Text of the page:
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Fishing industry still reeling from oil spill

In June, famed marine biologist Dr. Riki Ott visited Hernando Beach and warned that dispersants used to clean up the oil spill may have created a disaster that might take decades before fishing returns to normal levels.

WILL VRAGOVIC | Times

In June, famed marine biologist Dr. Riki Ott visited Hernando Beach and warned that dispersants used to clean up the oil spill may have created a disaster that might take decades before fishing returns to normal levels.

HERNANDO BEACH —Although the Deepwater Horizon oil rig disaster in April that was so much a part of the news in 2010 never directly affected the waters of Hernando County, its impact was still felt locally.

The millions of gallons of crude oil that gushed into the Gulf of Mexico for months seeped into the lives of those working in the commercial and recreational fishing industry. For some commercial fishermen, who already were facing tough times in the economic downturn, it added only more misery.

"It's been very bad all around for anyone in the commercial fishing industry," said Kathryn Birren, owner of five fishing boats and the Hernando Beach Seafood wholesale/retail seafood business. "We've never seen anything like it in our lives."

During the summer, Birren helped organize and draw attention to the local plight that the oil spill was affecting local fishing interests. Although she was successful in her appeal to stall the state's annual commercial fishing deadlines by 90 days, she remained miffed about the muted response by BP and governmental agencies over the impact the spill had on local interests.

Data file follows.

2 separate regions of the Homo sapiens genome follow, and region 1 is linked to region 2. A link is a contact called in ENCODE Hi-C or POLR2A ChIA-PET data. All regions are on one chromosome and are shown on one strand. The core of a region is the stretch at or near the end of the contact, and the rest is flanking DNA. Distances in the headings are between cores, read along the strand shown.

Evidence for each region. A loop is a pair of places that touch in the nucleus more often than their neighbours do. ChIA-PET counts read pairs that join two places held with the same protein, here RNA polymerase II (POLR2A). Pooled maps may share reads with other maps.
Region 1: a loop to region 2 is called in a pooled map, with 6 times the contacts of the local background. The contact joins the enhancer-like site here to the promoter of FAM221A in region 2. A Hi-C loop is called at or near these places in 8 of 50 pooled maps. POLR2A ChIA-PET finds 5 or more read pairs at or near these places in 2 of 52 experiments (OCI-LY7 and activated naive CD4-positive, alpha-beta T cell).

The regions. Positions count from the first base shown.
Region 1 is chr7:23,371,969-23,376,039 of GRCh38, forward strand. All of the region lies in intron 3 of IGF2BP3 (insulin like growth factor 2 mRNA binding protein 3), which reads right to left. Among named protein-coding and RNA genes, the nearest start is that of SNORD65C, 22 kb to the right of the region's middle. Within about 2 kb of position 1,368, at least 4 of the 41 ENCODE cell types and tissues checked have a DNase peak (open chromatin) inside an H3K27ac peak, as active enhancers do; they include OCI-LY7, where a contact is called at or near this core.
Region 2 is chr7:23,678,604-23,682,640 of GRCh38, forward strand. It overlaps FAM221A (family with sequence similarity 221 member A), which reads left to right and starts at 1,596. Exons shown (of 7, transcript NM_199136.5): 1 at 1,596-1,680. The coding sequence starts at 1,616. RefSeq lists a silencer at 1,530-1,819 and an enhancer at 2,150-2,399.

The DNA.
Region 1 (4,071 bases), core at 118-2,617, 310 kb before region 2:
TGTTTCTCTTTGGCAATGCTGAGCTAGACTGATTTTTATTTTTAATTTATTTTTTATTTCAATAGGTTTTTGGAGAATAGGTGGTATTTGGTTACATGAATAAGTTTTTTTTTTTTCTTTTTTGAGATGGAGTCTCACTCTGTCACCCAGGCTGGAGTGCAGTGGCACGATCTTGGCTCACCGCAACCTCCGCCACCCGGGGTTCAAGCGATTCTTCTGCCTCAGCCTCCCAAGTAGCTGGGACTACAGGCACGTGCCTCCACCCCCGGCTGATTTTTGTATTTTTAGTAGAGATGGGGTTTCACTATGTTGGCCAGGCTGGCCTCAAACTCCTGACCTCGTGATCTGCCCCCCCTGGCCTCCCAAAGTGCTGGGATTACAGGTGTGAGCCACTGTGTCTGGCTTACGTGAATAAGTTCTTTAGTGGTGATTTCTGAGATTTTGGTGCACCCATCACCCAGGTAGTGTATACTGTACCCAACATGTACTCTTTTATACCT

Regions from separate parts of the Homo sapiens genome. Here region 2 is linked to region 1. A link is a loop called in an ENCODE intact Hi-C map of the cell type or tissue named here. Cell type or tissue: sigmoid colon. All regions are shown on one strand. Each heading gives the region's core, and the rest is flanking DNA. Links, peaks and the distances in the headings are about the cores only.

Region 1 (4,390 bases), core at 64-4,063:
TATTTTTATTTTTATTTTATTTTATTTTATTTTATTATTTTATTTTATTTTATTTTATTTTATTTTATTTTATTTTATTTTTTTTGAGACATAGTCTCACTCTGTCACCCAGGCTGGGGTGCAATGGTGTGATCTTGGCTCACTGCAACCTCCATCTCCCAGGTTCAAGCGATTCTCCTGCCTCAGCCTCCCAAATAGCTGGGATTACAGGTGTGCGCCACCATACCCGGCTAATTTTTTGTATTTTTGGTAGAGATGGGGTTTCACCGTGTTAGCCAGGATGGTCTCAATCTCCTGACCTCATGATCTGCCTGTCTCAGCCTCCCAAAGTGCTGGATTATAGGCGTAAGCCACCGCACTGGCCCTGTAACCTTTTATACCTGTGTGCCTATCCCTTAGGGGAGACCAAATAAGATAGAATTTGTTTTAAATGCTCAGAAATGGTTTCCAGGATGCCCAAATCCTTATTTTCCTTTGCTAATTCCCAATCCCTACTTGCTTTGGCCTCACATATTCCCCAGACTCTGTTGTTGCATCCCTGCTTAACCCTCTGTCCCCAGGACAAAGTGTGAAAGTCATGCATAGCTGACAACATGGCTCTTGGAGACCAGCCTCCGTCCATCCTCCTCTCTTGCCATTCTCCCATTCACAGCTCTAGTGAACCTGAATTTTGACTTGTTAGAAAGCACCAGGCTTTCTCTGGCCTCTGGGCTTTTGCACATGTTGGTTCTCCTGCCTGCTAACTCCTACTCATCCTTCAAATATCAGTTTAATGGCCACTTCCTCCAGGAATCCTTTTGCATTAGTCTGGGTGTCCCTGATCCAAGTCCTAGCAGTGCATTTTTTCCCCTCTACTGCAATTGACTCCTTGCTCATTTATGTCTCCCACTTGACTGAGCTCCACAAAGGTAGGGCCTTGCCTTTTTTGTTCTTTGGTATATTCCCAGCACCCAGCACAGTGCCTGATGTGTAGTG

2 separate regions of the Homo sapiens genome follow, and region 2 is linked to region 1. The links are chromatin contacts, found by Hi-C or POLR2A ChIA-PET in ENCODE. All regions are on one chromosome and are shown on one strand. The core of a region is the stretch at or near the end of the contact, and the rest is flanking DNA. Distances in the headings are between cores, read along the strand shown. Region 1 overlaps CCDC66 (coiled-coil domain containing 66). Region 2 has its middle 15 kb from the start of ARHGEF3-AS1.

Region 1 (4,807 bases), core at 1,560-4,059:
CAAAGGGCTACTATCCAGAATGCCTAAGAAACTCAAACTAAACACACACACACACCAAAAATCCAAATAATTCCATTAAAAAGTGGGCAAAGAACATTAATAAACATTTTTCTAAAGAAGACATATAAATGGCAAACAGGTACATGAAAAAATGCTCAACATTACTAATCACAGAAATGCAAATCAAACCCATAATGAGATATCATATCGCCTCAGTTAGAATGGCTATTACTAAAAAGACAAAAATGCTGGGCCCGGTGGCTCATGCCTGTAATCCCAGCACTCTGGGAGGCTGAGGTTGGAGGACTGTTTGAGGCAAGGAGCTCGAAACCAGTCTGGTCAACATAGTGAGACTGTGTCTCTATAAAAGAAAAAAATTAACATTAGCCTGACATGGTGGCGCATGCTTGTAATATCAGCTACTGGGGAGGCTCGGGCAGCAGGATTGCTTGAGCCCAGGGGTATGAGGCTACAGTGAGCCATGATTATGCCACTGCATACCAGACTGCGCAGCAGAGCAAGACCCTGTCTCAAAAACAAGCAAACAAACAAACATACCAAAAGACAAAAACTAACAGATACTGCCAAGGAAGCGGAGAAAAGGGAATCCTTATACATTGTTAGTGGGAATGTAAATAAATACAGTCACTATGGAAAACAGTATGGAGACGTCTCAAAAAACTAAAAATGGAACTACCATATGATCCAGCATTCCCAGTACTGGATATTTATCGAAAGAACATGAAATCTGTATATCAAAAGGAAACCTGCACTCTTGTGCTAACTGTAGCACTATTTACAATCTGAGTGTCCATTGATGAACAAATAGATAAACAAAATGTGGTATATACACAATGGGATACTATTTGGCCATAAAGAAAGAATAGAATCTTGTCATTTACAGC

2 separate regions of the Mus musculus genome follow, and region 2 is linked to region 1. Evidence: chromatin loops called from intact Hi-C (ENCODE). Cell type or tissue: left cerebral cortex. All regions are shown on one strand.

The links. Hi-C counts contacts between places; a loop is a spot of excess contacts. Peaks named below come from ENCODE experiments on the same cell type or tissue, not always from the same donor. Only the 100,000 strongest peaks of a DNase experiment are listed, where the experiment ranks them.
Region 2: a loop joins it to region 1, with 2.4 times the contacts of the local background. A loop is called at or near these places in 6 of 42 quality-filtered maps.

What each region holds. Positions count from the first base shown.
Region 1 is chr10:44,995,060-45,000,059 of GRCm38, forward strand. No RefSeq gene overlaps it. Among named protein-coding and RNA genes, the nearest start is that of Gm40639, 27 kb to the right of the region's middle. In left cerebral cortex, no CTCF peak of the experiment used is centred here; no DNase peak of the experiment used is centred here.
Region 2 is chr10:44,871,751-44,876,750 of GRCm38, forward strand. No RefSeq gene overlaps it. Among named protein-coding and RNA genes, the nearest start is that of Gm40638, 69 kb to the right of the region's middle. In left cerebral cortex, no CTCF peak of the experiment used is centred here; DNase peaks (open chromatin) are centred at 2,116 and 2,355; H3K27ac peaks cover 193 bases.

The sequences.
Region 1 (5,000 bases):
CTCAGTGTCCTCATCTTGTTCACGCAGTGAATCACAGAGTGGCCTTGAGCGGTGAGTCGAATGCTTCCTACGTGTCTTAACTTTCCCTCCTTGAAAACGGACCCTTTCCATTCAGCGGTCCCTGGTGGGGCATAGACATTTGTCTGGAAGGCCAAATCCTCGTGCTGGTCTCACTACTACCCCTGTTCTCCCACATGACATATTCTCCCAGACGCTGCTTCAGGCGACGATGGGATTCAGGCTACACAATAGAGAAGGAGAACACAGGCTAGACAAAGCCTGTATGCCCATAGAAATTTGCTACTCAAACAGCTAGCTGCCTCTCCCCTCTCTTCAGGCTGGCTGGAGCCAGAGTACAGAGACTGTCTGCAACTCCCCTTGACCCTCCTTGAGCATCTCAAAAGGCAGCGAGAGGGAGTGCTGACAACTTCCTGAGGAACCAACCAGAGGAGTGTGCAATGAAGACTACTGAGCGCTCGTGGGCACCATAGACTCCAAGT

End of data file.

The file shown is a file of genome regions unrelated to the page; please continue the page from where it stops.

"There was some help from BP, but it wasn't nearly enough," Birren said. "We're still waiting."

Not long after the spill, Birren and others in the Hernando Beach seafood industry began to see the effects that would eventually cripple their industry. Although most Gulf seafood remained plentiful in major fishing regions west of Hernando County, the market prices dropped off over the perception by the public that anything caught off the west coast of Florida was tainted by the oil.

"You could catch plenty of fish, but nobody was willing to pay for them," said fisherman Joe Bari. "You ended up going out for a day and making nothing. You can't keep doing that forever."

Birren says that things haven't improved much since then. Catches are down significantly from previous years. Her clients, many of whom dock their boats at her facility, are barely hanging on.

"(Stone) crab hauls have dropped at least 12 percent," she said. "That's affecting a lot of folks who have debt to pay from last summer. If it keeps up, you're looking at a sizable number of people that are going to be out of work soon."

Birren also blamed BP for its slow action in paying for damage caused by the spill. As of Monday, she and members of her family are still waiting on word as to whether the majority of their claims will be paid.

"It's catch as catch can," Birren said. "Some people got money, but a lot of people I've talked to haven't."

Environmental activist Dr. Riki Ott visited Hernando Beach in June at Birren's request. She warned that dispersants used to clean up the oil may have created a disaster that might take decades before fishing returns to normal levels.

Ott, who was a commercial fisherman working the waters off Prince William Sound in Alaska when the Exxon Valdez ran aground, spilling at least 250,000 barrels of oil, advised residents to consider forming community interest groups and keep pressuring state and federal officials to make sure BP lives up to its promises to mitigate the damage.

"When you hear them say, 'We're going to honor all reasonable claims', that means, 'We'll see you in court,' " Ott said.

Logan Neill can be reached at (352) 848-1435 or [email protected]

Fishing industry still reeling from oil spill 12/30/10 [Last modified: Thursday, December 30, 2010 7:25pm]
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